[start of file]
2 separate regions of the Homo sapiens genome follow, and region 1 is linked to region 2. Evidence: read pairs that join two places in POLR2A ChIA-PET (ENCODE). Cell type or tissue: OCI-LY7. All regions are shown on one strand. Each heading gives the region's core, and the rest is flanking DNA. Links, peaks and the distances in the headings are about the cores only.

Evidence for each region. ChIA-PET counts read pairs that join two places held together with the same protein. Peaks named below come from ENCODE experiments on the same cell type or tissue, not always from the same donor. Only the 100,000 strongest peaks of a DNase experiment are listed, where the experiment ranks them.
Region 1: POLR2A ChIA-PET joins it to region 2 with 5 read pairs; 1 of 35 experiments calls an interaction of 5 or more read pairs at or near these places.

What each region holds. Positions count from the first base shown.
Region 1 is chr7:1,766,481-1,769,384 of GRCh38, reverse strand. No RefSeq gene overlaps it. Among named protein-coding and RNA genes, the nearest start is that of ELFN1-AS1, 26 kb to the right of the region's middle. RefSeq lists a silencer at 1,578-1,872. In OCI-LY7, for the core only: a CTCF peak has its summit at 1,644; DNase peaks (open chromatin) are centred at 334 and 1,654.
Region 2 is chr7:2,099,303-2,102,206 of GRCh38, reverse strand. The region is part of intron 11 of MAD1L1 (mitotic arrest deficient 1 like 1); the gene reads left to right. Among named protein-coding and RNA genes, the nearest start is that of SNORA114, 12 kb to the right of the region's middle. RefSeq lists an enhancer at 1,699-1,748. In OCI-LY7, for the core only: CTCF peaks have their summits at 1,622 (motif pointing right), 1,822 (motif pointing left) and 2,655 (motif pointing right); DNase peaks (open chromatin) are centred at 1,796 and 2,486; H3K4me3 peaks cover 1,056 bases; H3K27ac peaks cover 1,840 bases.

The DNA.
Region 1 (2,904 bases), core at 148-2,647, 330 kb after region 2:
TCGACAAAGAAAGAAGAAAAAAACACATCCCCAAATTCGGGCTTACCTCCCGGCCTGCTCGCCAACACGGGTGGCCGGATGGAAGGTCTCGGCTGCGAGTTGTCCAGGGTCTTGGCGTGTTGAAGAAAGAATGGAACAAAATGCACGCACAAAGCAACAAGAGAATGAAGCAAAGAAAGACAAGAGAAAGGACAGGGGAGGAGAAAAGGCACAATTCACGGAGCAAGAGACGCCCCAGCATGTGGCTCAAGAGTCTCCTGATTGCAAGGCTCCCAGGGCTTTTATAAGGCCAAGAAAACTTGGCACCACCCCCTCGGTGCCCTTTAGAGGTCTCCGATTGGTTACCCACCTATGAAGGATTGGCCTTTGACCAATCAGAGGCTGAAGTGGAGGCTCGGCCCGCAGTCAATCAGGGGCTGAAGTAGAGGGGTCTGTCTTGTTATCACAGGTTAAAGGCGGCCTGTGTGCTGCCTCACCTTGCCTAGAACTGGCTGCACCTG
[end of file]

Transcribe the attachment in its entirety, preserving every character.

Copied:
2 separate regions of the Homo sapiens genome follow, and region 1 is linked to region 2. Evidence: read pairs that join two places in POLR2A ChIA-PET (ENCODE). Cell type or tissue: OCI-LY7. All regions are shown on one strand. Each heading gives the region's core, and the rest is flanking DNA. Links, peaks and the distances in the headings are about the cores only.

Evidence for each region. ChIA-PET counts read pairs that join two places held together with the same protein. Peaks named below come from ENCODE experiments on the same cell type or tissue, not always from the same donor. Only the 100,000 strongest peaks of a DNase experiment are listed, where the experiment ranks them.
Region 1: POLR2A ChIA-PET joins it to region 2 with 5 read pairs; 1 of 35 experiments calls an interaction of 5 or more read pairs at or near these places.

What each region holds. Positions count from the first base shown.
Region 1 is chr7:1,766,481-1,769,384 of GRCh38, reverse strand. No RefSeq gene overlaps it. Among named protein-coding and RNA genes, the nearest start is that of ELFN1-AS1, 26 kb to the right of the region's middle. RefSeq lists a silencer at 1,578-1,872. In OCI-LY7, for the core only: a CTCF peak has its summit at 1,644; DNase peaks (open chromatin) are centred at 334 and 1,654.
Region 2 is chr7:2,099,303-2,102,206 of GRCh38, reverse strand. The region is part of intron 11 of MAD1L1 (mitotic arrest deficient 1 like 1); the gene reads left to right. Among named protein-coding and RNA genes, the nearest start is that of SNORA114, 12 kb to the right of the region's middle. RefSeq lists an enhancer at 1,699-1,748. In OCI-LY7, for the core only: CTCF peaks have their summits at 1,622 (motif pointing right), 1,822 (motif pointing left) and 2,655 (motif pointing right); DNase peaks (open chromatin) are centred at 1,796 and 2,486; H3K4me3 peaks cover 1,056 bases; H3K27ac peaks cover 1,840 bases.

The DNA.
Region 1 (2,904 bases), core at 148-2,647, 330 kb after region 2:
TCGACAAAGAAAGAAGAAAAAAACACATCCCCAAATTCGGGCTTACCTCCCGGCCTGCTCGCCAACACGGGTGGCCGGATGGAAGGTCTCGGCTGCGAGTTGTCCAGGGTCTTGGCGTGTTGAAGAAAGAATGGAACAAAATGCACGCACAAAGCAACAAGAGAATGAAGCAAAGAAAGACAAGAGAAAGGACAGGGGAGGAGAAAAGGCACAATTCACGGAGCAAGAGACGCCCCAGCATGTGGCTCAAGAGTCTCCTGATTGCAAGGCTCCCAGGGCTTTTATAAGGCCAAGAAAACTTGGCACCACCCCCTCGGTGCCCTTTAGAGGTCTCCGATTGGTTACCCACCTATGAAGGATTGGCCTTTGACCAATCAGAGGCTGAAGTGGAGGCTCGGCCCGCAGTCAATCAGGGGCTGAAGTAGAGGGGTCTGTCTTGTTATCACAGGTTAAAGGCGGCCTGTGTGCTGCCTCACCTTGCCTAGAACTGGCTGCACCTG